Facebook is watching me. So is Google. So is the Government, apparently. I read the news. I see the Facebook statuses. I listen to the radio. So, now everyone knows I bought my husband some shorts. Everyone, now even you know. I bought some shorts! I bought some shorts!
I bought the shorts a week ago and ever since I have had ads in my stream, in my side bars, in my everything for the exact same shorts. Now, I could go on and on about privacy issues and how this is against our constitution, but I think I will leave that to better writers than I. Nope, instead, I am going to complain about how this is the worst marketing strategy ever. I have already bought the shorts. Three pair to be exact. It’s done. It’s over. I’ve been sold on the product, obviously. Showing me the exact same product every time I turn on the Internet is not going to make me buy more of the exact same product (unless they are 95% off and I lurve them so, so much). How many shorts can a person wear? My husband gets new clothes when the old ones are practically falling off his back. He’s not exactly a fashionista, which Google should know because according to my spam box Google reads my blog pretty regularly. Also, my every move is being tracked, so, seriously, they should know more about my families clothes preferences than I do.
Facebook should know better too. Don’t they pay marketing geniuses large amounts of money to set up algorithms and ad campaigns and all of that stuff? I mean, don’t they know if a person just bought shorts it might be better to try to sell them some T-shirts, some socks, maybe a few other essentials? Or maybe a vacation to wear those shorts on? Couldn’t this information they have collected be put to better use, I mean from a marketing perspective?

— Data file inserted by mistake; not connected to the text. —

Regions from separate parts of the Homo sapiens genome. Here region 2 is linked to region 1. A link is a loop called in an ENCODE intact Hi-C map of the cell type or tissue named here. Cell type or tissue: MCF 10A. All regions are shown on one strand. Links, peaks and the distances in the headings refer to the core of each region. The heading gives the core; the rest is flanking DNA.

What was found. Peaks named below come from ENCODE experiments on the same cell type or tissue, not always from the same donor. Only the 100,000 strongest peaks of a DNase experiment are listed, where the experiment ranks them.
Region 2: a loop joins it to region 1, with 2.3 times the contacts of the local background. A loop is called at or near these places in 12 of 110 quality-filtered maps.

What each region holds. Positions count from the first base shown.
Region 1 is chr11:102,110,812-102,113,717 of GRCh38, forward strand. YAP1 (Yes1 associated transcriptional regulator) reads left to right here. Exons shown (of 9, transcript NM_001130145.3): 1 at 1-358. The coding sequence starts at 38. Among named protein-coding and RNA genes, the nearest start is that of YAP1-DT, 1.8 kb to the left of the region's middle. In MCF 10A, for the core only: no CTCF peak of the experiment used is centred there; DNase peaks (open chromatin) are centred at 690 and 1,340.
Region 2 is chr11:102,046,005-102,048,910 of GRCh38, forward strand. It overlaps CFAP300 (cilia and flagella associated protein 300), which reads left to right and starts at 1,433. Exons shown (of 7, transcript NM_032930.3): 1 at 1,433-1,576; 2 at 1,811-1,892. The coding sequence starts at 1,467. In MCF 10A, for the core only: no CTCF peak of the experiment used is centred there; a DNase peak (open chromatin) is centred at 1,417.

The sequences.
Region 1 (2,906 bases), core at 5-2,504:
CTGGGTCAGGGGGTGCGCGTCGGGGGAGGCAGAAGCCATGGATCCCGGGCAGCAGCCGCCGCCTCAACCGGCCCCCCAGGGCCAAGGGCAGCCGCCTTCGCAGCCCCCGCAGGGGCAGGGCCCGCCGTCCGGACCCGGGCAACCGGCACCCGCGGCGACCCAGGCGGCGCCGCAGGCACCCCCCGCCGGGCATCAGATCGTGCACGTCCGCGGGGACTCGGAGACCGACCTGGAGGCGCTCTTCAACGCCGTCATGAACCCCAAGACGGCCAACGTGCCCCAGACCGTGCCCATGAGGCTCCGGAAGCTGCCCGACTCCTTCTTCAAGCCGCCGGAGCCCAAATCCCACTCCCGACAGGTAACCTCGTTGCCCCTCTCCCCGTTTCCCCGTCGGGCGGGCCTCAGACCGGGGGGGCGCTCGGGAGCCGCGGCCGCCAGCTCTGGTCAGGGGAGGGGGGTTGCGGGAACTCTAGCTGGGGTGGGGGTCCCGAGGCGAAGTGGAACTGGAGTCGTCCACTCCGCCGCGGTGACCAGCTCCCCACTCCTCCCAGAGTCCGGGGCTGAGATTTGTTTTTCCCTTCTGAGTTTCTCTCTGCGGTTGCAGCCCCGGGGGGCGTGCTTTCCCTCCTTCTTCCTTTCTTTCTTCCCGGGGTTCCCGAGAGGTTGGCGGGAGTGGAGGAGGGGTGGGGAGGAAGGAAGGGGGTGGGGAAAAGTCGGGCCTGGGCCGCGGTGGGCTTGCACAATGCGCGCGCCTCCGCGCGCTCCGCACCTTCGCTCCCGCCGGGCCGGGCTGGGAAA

It amazes me that with all of the data collection and selling opportunities available to these marketing gurus (and big companies) that they still manage to get it so very, very wrong. I mean, if I buy a refrigerator online do they really think I will buy another one the next day and another one the day after that? I don’t think so. I mean I know very little about marketing, but even I know most people only need one refrigerator and just a few pair of shorts. Do the people buying these ads know their product is being marketed to someone who just bought said product and probably won’t buy that product again for another decade? Would they pay for those ads if they knew? I mean, I thought the point of these online ads was to target very specific people. Maybe I have it all wrong. Maybe other people keep buying shorts day after day after day…and refrigerators too, but I doubt it.
Anyway, I can’t help but wonder, if the people and corporations trying to sell us stuff can get things this wrong, what’s the government going to do with all of my information? I mean, corporations have the money to attract the best, brightest and most talented employees out there, right? I am a bit concerned that the best they can do with all of the data they have collected about me (and trust me, I am on the Internet a lot) is to try to sell me the same old pair of shorts I bought last week, which to be completely honest, I am really tired of looking at (and they haven’t even arrived at my house yet). The algorithms need some work, obviously. So, what if the government’s algorithms are even less fine tuned or less accurate than Facebook and Google’s? That’s a little frightening to think about. In the big scheme of things, shorts are pretty inconsequential, but if the same technology is being used to determine who is a good guy and who isn’t, I think we might be in for a heap of trouble.
P.S. If you are reading this one Google spam-writer, please stop trying to sell me what I just bought. Pass it on to Facebook. Thank you.